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The COVID-19 plague

By Michael O. Stevens  

Last February, I took an early train to New York City. It was a different time. The World Health Organization hadn’t yet declared the novel coronavirus COVID-19 a global pandemic. New York, the eventual epicenter of the COVID-19 outbreak in the United States, hadn’t yet shut down all nonessential business. The train was crowded. It was business as usual.

Reclined in a window seat, I was listening to the audiobook of Albert Camus’ 1947 novel The Plague. Camus is my favorite writer. I even quoted him in my wedding vows. When the coronavirus was spreading from China to Europe at the beginning of the year, according to French and Italian reports, sales of The Plague spiked, and those reports persuaded me to revisit the novel, which is about an outbreak of bubonic plague in an unimpressive town in northern Algeria.

The train pulled into Penn Station and the WiFi got spotty. I overheard a brief conversation between two women behind me. One of the women mentioned the coronavirus. The other woman, who said she worked in a hospital, dismissed the threat of the virus. Echoing statements from several American officials, she said, “Trust me. The flu is much worse.”

It’s striking how relevant Camus’ 73-year-old novel still is for our modern era. Camus depicted initial efforts by authorities to dismiss or downplay the seriousness of the epidemic, followed by those same authorities ordering lockdowns and quarantines. He portrayed price gouging, superstitious remedies, widespread desperation and death; but Camus focused on the heroic acts of health care workers fighting against the plague with what he described as the only means possible: “common decency.”

The same day I was on that Manhattan-bound train, President Donald Trump held a press conference where he touted the federal response to the virus in the U.S. He said thanks to his administration’s preparations, “the risk to the American people remains very low.” Trump said only 15 people in the U.S. were infected with COVID-19. He later added that “the 15 within a couple days is going to be down to close to zero, that’s a pretty good job we’ve done.” However, one month later, before the contagion reached its peak in the U.S., over 150,000 Americans were infected and almost 3,000, including more than 1,000 New Yorkers, were dead from COVID-19. By the end of April, the virus had killed almost 60,000 Americans.

Riding the train back home along the Hudson River that February evening, passing through small, struggling cities and sparse, snow-covered towns, I was comfortable and indifferent to the warning Camus issues at the end of The Plague. As the novel concludes, the disease leaves as abruptly as it arrived. The lockdown is ended, and the town residents celebrate. However, Dr. Rieux, the book’s protagonist, ominously notes that “such joy is always imperiled,” because plague can lie dormant for years (“it bides its time in bedrooms, cellars, trunks, and bookshelves”) before reemerging.

Two weeks after I stepped off that train, the world was imbued with a new plague. Amtrak cancellations increased 300% and bookings were cut in half. Most of New York, indeed most of the world, shut down and did its best to hide from the virus.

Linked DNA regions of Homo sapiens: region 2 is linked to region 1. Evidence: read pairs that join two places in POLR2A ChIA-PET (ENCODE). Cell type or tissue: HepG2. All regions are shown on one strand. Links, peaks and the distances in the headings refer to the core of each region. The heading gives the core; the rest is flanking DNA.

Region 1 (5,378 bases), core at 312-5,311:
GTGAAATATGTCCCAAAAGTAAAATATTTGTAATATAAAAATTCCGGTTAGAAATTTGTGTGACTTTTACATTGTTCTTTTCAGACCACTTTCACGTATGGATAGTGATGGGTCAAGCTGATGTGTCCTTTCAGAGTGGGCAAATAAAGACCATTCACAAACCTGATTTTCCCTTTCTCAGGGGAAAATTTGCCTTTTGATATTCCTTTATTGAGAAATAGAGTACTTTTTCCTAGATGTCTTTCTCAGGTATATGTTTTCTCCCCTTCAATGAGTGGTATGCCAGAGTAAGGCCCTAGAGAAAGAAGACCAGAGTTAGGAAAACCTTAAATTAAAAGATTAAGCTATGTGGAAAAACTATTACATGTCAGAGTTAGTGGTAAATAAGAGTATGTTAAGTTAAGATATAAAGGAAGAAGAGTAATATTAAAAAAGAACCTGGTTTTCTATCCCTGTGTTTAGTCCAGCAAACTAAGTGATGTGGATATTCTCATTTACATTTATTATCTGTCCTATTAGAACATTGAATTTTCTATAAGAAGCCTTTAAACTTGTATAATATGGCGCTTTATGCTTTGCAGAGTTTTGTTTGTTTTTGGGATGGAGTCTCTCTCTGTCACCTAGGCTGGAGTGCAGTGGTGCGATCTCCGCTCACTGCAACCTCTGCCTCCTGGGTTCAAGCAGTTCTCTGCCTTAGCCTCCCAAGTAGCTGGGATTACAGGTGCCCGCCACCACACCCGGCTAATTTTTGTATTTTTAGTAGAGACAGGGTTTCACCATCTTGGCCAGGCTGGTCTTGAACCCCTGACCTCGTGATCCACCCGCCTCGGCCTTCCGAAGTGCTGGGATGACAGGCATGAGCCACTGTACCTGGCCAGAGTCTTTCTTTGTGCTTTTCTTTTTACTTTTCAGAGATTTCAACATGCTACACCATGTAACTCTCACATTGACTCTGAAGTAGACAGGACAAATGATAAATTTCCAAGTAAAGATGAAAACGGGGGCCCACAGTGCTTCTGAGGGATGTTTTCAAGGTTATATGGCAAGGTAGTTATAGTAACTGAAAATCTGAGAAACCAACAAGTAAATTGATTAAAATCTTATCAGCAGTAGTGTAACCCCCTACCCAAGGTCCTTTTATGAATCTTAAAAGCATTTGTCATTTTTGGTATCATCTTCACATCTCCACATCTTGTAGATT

Like many, I’m now working from home, hoping to prevent or slow the spread of the virus, feeling a strange blend of shock and sadness, and suppressing fear that someone I love will become infected. I’ve barely left my house in weeks. I’m unshaven and I need a haircut. I’m eager to reconnect with family, friends, and colleagues. I’m also thinking a lot about another character in The Plague, a journalist named Rambert.

Rambert is a Parisian who happens to be on assignment in the northern Algerian town when the outbreak occurs. He becomes separated from his wife by a government lockdown. He appeals to several officials, requesting authority to travel home, but he is derailed by bureaucracy. He schemes with smugglers, hoping to find an unauthorized route back to his wife, but he’s unsuccessful. His conscience eventually encourages him to join the fight against the plague and assist Dr. Rieux.

After the lockdown is finally lifted, Rambert waits on a train platform, anxious to reunite with his wife, and worried about how their separate experiences may affect their relationship. “For the moment,” Camus wrote, “he wished to behave like all those around him who believed, or made believe, that plague can come and go without changing anything in men’s hearts.”

I wonder whether COVID-19 will actually change any of our hearts; if the commonality most of us now feel will persist, or if we’ll resort to our old disconnected habits and routines when our lockdown is over. What lessons will we learn? What, if any, adjustments will we make, and how will our future change?

COVID-19 is an express train that we’re all riding together, and none of us know its destination. Wealth and status provide better accommodations and safety for some, but all of us onboard face danger. All of us are anxious, antsy, afraid, and obligated to remain decent.


Michael O. Stevens is from Albany, New York. In 2005, he earned a Master of Education. He relocated to South Florida in 2007 but returned to the Capital Region in 2012. Michael has published several pieces in the Albany Times Union. He is married and has one child, a daughter.

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